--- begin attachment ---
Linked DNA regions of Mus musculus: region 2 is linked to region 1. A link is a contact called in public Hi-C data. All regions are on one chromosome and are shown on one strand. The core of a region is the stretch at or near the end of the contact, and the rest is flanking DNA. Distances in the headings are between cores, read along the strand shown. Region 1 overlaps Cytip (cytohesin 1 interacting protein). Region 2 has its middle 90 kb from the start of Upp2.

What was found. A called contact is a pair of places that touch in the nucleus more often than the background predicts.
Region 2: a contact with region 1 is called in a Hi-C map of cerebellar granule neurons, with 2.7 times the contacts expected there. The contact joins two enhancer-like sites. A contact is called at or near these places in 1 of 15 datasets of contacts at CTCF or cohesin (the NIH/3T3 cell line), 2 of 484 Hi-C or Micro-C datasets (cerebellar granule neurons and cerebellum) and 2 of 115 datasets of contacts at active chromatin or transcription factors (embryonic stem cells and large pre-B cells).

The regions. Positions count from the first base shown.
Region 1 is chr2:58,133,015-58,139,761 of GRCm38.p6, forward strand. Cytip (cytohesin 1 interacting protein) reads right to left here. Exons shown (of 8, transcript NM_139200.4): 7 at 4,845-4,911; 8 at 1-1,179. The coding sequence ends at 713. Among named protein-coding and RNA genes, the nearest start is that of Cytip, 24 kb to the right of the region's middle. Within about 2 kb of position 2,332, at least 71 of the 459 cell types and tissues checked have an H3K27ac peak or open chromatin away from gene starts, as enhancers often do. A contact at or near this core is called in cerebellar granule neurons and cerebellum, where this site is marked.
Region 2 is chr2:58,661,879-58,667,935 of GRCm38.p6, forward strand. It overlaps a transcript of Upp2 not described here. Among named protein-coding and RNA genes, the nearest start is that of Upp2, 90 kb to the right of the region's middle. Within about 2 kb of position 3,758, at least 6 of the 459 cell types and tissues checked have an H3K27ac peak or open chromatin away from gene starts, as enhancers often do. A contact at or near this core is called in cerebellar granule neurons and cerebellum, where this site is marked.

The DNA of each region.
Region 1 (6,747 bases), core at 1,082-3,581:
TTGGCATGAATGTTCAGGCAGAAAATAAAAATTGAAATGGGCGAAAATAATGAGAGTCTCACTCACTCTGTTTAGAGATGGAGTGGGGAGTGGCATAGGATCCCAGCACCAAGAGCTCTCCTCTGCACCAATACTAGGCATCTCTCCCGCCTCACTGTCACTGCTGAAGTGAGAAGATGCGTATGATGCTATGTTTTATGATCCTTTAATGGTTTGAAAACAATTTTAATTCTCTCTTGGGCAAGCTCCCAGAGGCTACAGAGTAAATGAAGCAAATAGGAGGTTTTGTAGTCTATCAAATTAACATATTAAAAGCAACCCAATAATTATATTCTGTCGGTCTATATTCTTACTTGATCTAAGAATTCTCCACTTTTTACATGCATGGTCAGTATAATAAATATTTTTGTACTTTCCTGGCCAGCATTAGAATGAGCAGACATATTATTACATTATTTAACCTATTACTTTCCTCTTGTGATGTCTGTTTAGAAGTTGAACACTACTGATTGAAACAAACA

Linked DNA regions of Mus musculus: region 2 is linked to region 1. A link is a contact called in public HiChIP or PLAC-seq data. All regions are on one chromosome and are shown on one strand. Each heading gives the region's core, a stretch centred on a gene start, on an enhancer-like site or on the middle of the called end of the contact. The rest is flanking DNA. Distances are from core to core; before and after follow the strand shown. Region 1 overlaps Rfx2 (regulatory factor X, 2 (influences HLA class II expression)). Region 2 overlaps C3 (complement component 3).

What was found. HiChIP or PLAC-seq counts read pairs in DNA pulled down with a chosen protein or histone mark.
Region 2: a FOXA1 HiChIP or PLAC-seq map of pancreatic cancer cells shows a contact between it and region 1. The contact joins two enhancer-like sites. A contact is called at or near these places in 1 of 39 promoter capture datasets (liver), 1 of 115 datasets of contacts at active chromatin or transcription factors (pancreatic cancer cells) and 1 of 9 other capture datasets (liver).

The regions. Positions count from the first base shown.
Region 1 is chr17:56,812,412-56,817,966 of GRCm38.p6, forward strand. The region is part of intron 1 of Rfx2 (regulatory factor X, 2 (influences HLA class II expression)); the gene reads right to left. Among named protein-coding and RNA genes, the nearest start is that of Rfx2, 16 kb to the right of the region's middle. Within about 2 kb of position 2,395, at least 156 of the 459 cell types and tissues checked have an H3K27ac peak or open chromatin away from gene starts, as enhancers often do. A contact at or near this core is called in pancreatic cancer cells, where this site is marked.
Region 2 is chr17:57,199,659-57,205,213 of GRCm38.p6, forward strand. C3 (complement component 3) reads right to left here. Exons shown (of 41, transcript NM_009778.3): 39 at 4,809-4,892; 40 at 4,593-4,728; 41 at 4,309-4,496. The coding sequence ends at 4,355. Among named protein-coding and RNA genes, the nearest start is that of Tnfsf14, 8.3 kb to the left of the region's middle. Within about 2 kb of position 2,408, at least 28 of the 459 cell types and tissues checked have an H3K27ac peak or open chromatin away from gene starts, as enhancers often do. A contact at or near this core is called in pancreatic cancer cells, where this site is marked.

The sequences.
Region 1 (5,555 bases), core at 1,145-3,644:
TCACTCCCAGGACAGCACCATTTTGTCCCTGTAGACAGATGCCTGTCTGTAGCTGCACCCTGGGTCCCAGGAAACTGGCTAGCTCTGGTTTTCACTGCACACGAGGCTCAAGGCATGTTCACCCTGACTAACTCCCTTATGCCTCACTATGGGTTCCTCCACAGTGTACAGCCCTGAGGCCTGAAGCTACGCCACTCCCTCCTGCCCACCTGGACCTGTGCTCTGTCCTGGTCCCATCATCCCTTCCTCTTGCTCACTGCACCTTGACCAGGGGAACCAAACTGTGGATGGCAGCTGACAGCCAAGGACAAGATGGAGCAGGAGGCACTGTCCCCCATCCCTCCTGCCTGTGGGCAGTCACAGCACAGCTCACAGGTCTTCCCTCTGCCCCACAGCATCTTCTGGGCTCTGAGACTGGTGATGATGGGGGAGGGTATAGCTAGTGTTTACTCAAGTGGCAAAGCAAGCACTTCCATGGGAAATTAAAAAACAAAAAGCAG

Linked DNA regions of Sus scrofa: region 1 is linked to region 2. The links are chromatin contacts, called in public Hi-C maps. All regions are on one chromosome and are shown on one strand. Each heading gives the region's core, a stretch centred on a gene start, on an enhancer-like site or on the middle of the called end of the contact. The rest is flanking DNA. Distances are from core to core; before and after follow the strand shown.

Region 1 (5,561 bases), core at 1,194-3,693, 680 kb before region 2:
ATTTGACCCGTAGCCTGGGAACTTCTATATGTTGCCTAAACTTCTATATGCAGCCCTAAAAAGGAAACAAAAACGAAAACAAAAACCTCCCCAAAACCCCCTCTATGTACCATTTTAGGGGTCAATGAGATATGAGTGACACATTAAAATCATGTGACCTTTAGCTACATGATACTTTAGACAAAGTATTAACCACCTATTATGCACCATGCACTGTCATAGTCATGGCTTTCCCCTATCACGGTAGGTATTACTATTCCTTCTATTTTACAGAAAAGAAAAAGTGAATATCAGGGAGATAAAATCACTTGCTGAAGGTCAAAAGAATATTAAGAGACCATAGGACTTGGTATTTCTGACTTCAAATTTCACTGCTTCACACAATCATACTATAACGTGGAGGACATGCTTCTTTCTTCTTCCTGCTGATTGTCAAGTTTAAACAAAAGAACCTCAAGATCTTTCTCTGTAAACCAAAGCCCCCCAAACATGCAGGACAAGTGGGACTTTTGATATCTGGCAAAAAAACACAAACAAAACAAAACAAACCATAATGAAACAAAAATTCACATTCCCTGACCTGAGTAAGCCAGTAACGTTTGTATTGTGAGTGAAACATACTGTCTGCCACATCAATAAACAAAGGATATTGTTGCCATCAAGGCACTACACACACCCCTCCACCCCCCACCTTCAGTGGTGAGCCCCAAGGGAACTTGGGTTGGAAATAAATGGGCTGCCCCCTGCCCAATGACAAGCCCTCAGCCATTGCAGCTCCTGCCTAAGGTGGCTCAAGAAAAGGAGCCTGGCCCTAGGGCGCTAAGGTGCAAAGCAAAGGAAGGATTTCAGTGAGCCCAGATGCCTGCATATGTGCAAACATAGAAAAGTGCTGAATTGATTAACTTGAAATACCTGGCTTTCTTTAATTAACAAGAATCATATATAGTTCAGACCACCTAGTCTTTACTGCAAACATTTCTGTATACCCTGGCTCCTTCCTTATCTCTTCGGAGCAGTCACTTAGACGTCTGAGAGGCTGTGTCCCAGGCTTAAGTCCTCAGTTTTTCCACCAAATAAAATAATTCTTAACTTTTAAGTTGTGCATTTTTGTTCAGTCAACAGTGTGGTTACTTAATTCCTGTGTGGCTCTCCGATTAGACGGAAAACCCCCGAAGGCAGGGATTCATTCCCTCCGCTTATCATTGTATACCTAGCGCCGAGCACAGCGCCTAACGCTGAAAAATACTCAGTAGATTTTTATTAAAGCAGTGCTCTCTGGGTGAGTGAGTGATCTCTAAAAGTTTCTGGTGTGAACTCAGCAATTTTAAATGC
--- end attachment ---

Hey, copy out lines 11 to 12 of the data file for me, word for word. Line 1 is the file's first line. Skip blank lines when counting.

What was found. HiChIP or PLAC-seq counts read pairs in DNA pulled down with a chosen protein or histone mark.
Region 2: a FOXA1 HiChIP or PLAC-seq map of pancreatic cancer cells shows a contact between it and region 1. The contact joins two enhancer-like sites. A contact is called at or near these places in 1 of 39 promoter capture datasets (liver), 1 of 115 datasets of contacts at active chromatin or transcription factors (pancreatic cancer cells) and 1 of 9 other capture datasets (liver).